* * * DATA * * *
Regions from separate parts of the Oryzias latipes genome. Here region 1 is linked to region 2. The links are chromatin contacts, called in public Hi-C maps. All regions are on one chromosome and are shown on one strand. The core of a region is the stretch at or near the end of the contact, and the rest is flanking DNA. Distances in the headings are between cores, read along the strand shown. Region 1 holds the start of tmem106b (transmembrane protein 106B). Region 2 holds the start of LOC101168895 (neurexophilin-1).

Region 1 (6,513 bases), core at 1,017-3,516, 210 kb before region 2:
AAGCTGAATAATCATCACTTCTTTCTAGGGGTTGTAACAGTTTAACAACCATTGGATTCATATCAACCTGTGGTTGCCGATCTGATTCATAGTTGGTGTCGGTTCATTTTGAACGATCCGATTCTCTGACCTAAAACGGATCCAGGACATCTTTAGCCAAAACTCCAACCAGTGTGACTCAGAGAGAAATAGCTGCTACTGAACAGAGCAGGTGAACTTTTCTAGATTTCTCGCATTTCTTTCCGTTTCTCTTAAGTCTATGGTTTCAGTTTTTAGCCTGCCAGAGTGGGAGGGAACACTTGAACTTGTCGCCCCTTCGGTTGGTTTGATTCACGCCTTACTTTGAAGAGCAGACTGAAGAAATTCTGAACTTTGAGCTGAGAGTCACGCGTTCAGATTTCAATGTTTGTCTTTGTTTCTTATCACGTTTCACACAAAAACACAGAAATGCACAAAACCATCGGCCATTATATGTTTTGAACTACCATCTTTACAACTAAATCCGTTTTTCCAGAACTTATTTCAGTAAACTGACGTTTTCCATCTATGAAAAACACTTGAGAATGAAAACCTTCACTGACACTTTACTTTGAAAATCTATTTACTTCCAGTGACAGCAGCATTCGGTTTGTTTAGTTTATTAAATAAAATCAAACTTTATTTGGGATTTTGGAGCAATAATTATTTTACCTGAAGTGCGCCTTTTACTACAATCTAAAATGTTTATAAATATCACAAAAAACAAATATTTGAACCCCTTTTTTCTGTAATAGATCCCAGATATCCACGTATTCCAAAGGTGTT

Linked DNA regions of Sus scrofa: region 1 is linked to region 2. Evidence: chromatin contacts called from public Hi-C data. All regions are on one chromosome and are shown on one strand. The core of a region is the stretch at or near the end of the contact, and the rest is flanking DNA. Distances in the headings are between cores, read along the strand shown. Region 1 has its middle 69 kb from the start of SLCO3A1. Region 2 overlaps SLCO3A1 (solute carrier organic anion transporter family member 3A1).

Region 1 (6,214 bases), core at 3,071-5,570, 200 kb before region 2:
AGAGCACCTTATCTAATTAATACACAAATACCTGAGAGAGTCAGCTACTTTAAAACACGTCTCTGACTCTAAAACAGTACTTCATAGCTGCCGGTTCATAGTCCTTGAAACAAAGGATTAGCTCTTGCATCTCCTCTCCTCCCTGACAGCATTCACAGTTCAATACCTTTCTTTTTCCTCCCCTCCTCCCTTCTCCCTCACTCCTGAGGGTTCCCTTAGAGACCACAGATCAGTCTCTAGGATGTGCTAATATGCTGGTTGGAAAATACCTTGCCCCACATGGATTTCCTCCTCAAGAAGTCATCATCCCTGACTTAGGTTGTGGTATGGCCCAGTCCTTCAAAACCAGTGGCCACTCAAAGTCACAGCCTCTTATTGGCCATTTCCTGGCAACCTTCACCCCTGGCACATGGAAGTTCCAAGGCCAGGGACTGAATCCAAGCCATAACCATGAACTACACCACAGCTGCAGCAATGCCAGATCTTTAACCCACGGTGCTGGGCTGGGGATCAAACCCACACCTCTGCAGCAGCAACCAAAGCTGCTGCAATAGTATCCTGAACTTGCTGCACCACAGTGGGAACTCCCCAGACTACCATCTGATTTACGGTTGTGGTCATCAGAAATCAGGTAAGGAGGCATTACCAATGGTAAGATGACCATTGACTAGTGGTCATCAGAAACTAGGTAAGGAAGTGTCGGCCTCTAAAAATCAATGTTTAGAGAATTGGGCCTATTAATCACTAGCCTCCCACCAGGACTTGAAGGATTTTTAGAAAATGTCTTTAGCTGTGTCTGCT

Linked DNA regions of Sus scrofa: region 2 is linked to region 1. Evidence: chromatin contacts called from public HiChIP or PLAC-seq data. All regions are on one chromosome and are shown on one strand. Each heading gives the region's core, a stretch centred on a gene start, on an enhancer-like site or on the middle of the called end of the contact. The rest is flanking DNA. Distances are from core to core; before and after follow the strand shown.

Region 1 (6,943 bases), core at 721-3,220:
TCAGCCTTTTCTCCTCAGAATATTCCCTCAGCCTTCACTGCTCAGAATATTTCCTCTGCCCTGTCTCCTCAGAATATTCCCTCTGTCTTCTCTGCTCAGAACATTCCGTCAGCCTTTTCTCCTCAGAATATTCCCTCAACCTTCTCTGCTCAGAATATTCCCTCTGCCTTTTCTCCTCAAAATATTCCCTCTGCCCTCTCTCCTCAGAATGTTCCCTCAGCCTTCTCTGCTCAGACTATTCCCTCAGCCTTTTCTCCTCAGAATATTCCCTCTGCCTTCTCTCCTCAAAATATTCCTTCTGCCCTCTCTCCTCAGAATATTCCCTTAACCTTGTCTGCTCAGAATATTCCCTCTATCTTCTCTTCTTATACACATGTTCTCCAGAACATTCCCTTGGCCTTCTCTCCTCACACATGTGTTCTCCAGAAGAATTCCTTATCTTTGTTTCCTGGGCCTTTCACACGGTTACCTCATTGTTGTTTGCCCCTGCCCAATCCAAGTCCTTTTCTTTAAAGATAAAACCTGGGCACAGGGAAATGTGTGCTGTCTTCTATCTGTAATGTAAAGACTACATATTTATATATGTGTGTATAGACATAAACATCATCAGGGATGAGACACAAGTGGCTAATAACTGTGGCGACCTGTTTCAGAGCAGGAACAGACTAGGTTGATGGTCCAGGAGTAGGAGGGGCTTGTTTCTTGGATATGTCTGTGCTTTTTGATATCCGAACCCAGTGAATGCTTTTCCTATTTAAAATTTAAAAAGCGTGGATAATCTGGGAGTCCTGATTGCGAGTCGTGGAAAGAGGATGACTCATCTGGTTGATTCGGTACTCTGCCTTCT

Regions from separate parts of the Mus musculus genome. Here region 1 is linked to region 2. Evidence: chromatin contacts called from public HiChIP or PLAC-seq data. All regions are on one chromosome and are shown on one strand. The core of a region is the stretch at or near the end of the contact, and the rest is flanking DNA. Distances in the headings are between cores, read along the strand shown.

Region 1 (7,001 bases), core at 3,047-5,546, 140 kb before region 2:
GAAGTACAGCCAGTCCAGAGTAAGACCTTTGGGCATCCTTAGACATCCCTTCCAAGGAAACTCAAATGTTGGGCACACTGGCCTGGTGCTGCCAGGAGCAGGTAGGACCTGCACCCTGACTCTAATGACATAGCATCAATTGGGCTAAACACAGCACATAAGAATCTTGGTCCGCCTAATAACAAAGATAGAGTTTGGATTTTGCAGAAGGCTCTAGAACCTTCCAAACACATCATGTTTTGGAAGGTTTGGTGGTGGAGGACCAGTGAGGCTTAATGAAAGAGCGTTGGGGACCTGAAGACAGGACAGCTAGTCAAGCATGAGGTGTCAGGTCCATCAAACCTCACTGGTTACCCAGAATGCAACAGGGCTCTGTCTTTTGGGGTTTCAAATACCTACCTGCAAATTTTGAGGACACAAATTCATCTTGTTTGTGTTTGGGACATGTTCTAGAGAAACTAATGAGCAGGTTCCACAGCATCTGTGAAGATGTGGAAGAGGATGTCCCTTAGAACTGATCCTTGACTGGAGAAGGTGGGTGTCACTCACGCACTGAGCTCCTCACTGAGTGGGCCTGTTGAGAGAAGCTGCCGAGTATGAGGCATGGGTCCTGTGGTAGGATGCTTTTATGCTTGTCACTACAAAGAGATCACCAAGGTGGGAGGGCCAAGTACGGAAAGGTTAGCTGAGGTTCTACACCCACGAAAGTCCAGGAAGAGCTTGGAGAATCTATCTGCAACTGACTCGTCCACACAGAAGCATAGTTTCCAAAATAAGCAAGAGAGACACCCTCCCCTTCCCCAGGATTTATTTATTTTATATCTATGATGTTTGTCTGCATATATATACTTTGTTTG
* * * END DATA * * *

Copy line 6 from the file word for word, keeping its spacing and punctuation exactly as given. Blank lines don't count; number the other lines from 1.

AGAGCACCTTATCTAATTAATACACAAATACCTGAGAGAGTCAGCTACTTTAAAACACGTCTCTGACTCTAAAACAGTACTTCATAGCTGCCGGTTCATAGTCCTTGAAACAAAGGATTAGCTCTTGCATCTCCTCTCCTCCCTGACAGCATTCACAGTTCAATACCTTTCTTTTTCCTCCCCTCCTCCCTTCTCCCTCACTCCTGAGGGTTCCCTTAGAGACCACAGATCAGTCTCTAGGATGTGCTAATATGCTGGTTGGAAAATACCTTGCCCCACATGGATTTCCTCCTCAAGAAGTCATCATCCCTGACTTAGGTTGTGGTATGGCCCAGTCCTTCAAAACCAGTGGCCACTCAAAGTCACAGCCTCTTATTGGCCATTTCCTGGCAACCTTCACCCCTGGCACATGGAAGTTCCAAGGCCAGGGACTGAATCCAAGCCATAACCATGAACTACACCACAGCTGCAGCAATGCCAGATCTTTAACCCACGGTGCTGGGCTGGGGATCAAACCCACACCTCTGCAGCAGCAACCAAAGCTGCTGCAATAGTATCCTGAACTTGCTGCACCACAGTGGGAACTCCCCAGACTACCATCTGATTTACGGTTGTGGTCATCAGAAATCAGGTAAGGAGGCATTACCAATGGTAAGATGACCATTGACTAGTGGTCATCAGAAACTAGGTAAGGAAGTGTCGGCCTCTAAAAATCAATGTTTAGAGAATTGGGCCTATTAATCACTAGCCTCCCACCAGGACTTGAAGGATTTTTAGAAAATGTCTTTAGCTGTGTCTGCT